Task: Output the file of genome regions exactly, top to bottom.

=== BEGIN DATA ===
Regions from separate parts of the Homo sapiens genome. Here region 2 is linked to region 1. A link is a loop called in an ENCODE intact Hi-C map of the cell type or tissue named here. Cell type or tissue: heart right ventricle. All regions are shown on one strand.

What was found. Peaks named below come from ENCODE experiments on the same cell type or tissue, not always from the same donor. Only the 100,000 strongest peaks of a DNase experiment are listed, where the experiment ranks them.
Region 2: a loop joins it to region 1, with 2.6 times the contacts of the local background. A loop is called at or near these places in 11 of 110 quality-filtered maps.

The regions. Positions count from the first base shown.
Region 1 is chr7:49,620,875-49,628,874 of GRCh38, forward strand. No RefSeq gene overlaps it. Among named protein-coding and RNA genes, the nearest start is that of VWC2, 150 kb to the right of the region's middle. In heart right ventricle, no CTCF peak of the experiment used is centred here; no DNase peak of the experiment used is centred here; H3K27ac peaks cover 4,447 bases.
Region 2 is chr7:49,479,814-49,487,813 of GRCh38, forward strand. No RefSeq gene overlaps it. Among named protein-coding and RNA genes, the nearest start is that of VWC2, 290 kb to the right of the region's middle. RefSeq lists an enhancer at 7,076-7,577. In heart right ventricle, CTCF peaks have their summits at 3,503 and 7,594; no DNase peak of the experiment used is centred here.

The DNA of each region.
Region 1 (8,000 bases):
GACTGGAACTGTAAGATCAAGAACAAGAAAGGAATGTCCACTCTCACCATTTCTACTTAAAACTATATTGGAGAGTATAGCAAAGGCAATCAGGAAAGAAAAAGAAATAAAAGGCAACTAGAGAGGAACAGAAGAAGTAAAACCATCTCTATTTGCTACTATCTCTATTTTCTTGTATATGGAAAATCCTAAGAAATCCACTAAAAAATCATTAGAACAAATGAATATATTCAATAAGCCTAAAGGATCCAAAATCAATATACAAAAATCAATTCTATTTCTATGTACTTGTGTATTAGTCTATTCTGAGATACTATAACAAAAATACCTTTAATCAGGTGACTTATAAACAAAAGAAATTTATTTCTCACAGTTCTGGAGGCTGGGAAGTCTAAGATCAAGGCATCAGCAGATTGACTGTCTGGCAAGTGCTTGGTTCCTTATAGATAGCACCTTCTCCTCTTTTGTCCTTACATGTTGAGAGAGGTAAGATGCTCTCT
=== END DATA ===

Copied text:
Regions from separate parts of the Homo sapiens genome. Here region 2 is linked to region 1. A link is a loop called in an ENCODE intact Hi-C map of the cell type or tissue named here. Cell type or tissue: heart right ventricle. All regions are shown on one strand.

What was found. Peaks named below come from ENCODE experiments on the same cell type or tissue, not always from the same donor. Only the 100,000 strongest peaks of a DNase experiment are listed, where the experiment ranks them.
Region 2: a loop joins it to region 1, with 2.6 times the contacts of the local background. A loop is called at or near these places in 11 of 110 quality-filtered maps.

The regions. Positions count from the first base shown.
Region 1 is chr7:49,620,875-49,628,874 of GRCh38, forward strand. No RefSeq gene overlaps it. Among named protein-coding and RNA genes, the nearest start is that of VWC2, 150 kb to the right of the region's middle. In heart right ventricle, no CTCF peak of the experiment used is centred here; no DNase peak of the experiment used is centred here; H3K27ac peaks cover 4,447 bases.
Region 2 is chr7:49,479,814-49,487,813 of GRCh38, forward strand. No RefSeq gene overlaps it. Among named protein-coding and RNA genes, the nearest start is that of VWC2, 290 kb to the right of the region's middle. RefSeq lists an enhancer at 7,076-7,577. In heart right ventricle, CTCF peaks have their summits at 3,503 and 7,594; no DNase peak of the experiment used is centred here.

The DNA of each region.
Region 1 (8,000 bases):
GACTGGAACTGTAAGATCAAGAACAAGAAAGGAATGTCCACTCTCACCATTTCTACTTAAAACTATATTGGAGAGTATAGCAAAGGCAATCAGGAAAGAAAAAGAAATAAAAGGCAACTAGAGAGGAACAGAAGAAGTAAAACCATCTCTATTTGCTACTATCTCTATTTTCTTGTATATGGAAAATCCTAAGAAATCCACTAAAAAATCATTAGAACAAATGAATATATTCAATAAGCCTAAAGGATCCAAAATCAATATACAAAAATCAATTCTATTTCTATGTACTTGTGTATTAGTCTATTCTGAGATACTATAACAAAAATACCTTTAATCAGGTGACTTATAAACAAAAGAAATTTATTTCTCACAGTTCTGGAGGCTGGGAAGTCTAAGATCAAGGCATCAGCAGATTGACTGTCTGGCAAGTGCTTGGTTCCTTATAGATAGCACCTTCTCCTCTTTTGTCCTTACATGTTGAGAGAGGTAAGATGCTCTCT